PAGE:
I've read several news articles lately that have covered how online students require plenty of student-professor and student-to-student interaction, as well as academic advising, tutoring and library services, tuition planning, and other support to succeed. Here's a handful of them.
- A New York Times editorial cited a study of Washington State community and technical school students that found "those who took higher proportions of online courses were less likely to earn degrees or transfer to four-year colleges." The editorial continued: "Lacking confidence as well as competence, these students need engagement with their teachers to feel comfortable and to succeed."
- Some MOOC designers are seeing the need to add more instructor-student interaction into their courses, as covered by John Markoff in The New York Times. This is a refreshing prospect, which I mentioned in my comment on the article.
- The new NMC Horizon Report found that a major trend in higher education is "shifting education paradigms that encompass online learning, hybrid learning and collaboration." To me, that naturally involves high student-instructor engagement and strong student support services, which I talked more about in a comment I left on David F. Carr's InformationWeek article that covered the report.
- Inside Higher Education's Doug Lederman cited several education researchers who talk about how stronger student support services could be the missing link in more successful online education.
That philosophy now appears to be gaining increased popularity. In fact, a new trend could be emerging in online education in which institutions put forth a national effort to strengthen their online student support services.
Such a trend would be a logical step forward for the online education industry, which continues to grow. Some 6.7 million students were taking at least one online course during the fall 2011 term, an increase of 570,000 students over the previous year, according to Babson Survey Research Group and the College Board.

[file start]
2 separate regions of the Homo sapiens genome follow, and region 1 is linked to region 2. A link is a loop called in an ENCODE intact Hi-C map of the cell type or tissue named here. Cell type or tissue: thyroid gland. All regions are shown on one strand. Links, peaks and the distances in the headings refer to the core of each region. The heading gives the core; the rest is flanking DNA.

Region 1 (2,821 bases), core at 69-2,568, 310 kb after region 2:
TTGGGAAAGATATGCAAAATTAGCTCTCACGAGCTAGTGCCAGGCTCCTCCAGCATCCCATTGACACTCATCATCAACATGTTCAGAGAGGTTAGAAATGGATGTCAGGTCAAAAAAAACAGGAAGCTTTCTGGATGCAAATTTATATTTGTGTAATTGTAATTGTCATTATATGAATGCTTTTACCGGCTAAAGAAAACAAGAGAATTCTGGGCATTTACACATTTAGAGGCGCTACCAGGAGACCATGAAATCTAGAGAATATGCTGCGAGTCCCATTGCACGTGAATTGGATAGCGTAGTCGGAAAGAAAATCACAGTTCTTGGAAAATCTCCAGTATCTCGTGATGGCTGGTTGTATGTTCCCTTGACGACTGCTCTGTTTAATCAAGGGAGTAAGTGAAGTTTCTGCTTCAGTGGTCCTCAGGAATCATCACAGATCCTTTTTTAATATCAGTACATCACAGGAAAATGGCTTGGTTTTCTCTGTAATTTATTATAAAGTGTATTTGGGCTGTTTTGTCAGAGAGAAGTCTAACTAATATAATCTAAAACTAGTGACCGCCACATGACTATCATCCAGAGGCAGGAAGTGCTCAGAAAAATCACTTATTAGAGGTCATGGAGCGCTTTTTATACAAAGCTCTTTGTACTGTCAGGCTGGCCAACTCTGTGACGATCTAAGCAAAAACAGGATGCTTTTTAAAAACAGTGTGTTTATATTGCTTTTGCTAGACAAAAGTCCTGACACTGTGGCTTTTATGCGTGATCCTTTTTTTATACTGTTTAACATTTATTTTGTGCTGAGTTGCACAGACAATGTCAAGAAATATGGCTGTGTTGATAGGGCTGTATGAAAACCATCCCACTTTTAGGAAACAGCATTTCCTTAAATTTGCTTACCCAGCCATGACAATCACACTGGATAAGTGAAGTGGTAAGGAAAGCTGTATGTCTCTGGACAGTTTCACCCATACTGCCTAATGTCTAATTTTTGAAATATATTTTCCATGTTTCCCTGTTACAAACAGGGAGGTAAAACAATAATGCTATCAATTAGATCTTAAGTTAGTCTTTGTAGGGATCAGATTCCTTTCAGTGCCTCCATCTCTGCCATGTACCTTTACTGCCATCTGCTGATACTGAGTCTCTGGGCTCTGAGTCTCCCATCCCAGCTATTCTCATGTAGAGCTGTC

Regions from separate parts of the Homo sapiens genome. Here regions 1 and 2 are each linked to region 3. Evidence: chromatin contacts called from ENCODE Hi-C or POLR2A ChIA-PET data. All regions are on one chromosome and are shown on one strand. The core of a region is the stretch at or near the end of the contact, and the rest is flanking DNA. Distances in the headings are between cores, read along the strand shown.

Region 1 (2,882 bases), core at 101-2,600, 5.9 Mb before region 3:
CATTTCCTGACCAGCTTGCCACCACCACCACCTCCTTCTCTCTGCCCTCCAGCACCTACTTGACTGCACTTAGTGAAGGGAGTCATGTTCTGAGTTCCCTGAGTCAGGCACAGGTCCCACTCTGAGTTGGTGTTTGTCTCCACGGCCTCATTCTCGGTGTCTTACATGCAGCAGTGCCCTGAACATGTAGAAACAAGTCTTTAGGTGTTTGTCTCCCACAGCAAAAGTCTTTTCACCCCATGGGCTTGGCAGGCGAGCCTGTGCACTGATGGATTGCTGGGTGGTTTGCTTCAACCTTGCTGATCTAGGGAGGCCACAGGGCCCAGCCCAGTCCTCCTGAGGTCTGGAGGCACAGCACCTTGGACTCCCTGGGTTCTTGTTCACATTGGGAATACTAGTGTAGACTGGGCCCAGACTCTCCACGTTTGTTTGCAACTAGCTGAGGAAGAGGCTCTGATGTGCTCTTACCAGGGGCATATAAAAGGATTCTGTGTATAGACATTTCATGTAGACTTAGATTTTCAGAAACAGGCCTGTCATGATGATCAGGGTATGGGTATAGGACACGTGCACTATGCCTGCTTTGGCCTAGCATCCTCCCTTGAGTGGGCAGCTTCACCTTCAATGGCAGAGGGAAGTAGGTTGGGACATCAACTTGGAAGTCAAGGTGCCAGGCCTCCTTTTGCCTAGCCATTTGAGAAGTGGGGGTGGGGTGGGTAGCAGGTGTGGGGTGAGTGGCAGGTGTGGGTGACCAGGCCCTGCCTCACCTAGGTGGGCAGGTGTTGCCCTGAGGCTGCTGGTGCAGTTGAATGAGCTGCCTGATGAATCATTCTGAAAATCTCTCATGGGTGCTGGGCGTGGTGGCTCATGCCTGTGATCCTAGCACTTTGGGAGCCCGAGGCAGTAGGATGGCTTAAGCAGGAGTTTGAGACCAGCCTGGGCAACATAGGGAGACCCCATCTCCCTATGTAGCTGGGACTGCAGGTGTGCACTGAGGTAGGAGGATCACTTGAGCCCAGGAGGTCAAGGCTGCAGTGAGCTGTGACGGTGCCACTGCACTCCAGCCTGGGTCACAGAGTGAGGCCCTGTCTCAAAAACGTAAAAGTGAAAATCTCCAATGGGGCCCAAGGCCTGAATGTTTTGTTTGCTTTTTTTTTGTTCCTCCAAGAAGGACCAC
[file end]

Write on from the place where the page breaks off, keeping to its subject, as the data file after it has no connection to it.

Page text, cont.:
In addition, as an outgrowth, I see educational partnerships taking on new importance -- both in the traditional realm and online realm. The industry is facing a crucial moment, as budgets hang in the balance and critics continue to question whether a college degree is worthwhile.
However, we have an opportunity to demonstrate the value of a college degree and strengthen America's global leadership position by making necessary improvements to our education models. Educational partnerships would help us maximize that opportunity by uniting as an industry to share and develop best practices for improving student support and engagement.
One of the next orders of business for higher education should be to extend online learning models beyond the curriculum and focus on the collegial interaction and personal attention that have long been hallmarks of the best traditional education environments. The better we can adapt those services to the online realm, the more successful online students will become and the stronger America will be as a nation.